The dual-mobility acetabular cup (DMC) has an additional bearing consisting of a mobile polyethylene component between the prosthetic head and the outer metal shell. This design has gained popularity in revision total hip arthroplasty (THA) and in primary treatment of femoral neck fractures with the anticipation of a reduced risk of THA instability. Our primary aim was to evaluate the overall revision risk of these cups on the basis of data from the Nordic Arthroplasty Register Association (NARA) database, and our secondary aim was to study specific revision causes including dislocation.
Propensity score matching for age, sex, fixation of the cup and stem, and the year of surgery (2001 to 2014) was used to match 4,520 hip fractures treated with a DMC to 4,520 hip fractures treated with conventional THA (control group). Competing risk regression analyses with revision or death as the end point were used. Revision was defined as a secondary surgical procedure in which any component of the implant was removed or exchanged. In addition, revision of the cup was analyzed.
The DMCs had a lower risk of revision compared with conventional THA, with an adjusted hazard ratio (AHR) of 0.75 (95% confidence interval [CI] = 0.62 to 0.92). This was consistent after adjusting for surgical approach. DMCs had a lower risk of revision due to dislocation (AHR = 0.45 [95% CI = 0.30 to 0.68]) but we found no difference regarding revision for deep infection. Revision of the acetabular component, both in general and due to dislocation, was more frequent with the use of conventional cups. The risk of death was higher in the DMC group (AHR = 1.49 [95% CI = 1.40 to 1.59]).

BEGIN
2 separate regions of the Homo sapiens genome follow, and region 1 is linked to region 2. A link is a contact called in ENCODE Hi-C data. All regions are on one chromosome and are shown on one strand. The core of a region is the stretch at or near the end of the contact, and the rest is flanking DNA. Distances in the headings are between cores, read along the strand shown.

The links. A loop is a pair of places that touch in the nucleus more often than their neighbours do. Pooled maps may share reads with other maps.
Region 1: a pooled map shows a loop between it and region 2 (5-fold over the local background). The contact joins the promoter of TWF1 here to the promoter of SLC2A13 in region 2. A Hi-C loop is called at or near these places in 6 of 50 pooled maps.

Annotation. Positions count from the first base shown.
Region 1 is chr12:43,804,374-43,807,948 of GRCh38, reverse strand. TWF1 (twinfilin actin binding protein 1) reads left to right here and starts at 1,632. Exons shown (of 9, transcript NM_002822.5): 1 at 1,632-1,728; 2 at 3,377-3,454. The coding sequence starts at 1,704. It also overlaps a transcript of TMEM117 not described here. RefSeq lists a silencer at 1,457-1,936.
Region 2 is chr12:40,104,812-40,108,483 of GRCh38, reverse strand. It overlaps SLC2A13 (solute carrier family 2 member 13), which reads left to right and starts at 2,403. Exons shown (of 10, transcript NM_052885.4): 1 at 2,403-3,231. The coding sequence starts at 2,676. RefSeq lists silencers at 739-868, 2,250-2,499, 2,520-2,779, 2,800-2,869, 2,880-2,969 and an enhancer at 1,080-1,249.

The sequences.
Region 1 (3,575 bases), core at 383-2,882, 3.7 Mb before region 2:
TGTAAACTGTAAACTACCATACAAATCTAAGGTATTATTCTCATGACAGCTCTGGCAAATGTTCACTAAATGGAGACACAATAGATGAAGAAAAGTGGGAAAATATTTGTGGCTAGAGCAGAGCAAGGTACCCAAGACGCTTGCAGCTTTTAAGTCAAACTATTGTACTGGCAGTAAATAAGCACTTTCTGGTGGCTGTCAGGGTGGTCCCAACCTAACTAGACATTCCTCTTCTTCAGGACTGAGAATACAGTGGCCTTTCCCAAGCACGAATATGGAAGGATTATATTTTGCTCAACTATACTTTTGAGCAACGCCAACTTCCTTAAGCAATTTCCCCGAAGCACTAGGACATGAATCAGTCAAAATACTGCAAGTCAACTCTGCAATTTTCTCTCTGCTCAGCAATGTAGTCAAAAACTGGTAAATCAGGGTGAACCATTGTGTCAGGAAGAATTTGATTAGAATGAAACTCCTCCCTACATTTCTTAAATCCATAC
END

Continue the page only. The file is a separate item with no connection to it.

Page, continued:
The use of a DMC as primary treatment for hip fracture was associated with a lower risk of revision in general and due to dislocation in particular. The total number of DMCs analyzed (4,520) likely exceeds any cohort of DMC-treated fractures published to date.
Therapeutic Level III. See Instructions for Authors for a complete description of levels of evidence.
1Department of Orthopaedics, Lund University, Skåne University Hospital, Malmö, Sweden
2The Swedish Hip Arthroplasty Register, Registercentrum VGR, Gothenburg, Sweden
3Department of Orthopaedics, Sahlgrenska University Hospital, Gothenburg, Sweden
4Department of Orthopaedic Surgery and Traumatology, Odense University Hospital, Odense, Denmark
5Department of Clinical Research, University of Southern Denmark, Odense, Denmark
6Danish Hip Arthroplasty Register, Aarhus, Denmark
7Department of Clinical Epidemiology, Aarhus University Hospital, Aarhus, Denmark
8Department of Clinical Medicine, University of Bergen, Bergen, Norway
9The Norwegian Arthroplasty Register, Department of Orthopaedic Surgery, Haukeland University Hospital, Bergen, Norway
10Department of Orthopedics and Traumatology, Turku University Hospital, Turku, Finland
E-mail address for A. Jobory: email@example.com
Investigation performed at the Department of Orthopaedics, Lund University, Skåne University Hospital, Malmö, Sweden
A commentary by Steven A. Olson, MD, is linked to the online version of this article at jbjs.org.
Disclosure: This study was funded by The NordForsk Foundation (Grant number 71025). The funding source had no influence on the study design or conclusions. The Disclosure of Potential Conflicts of Interest forms are provided with the online version of the article (http://links.lww.com/JBJS/F285).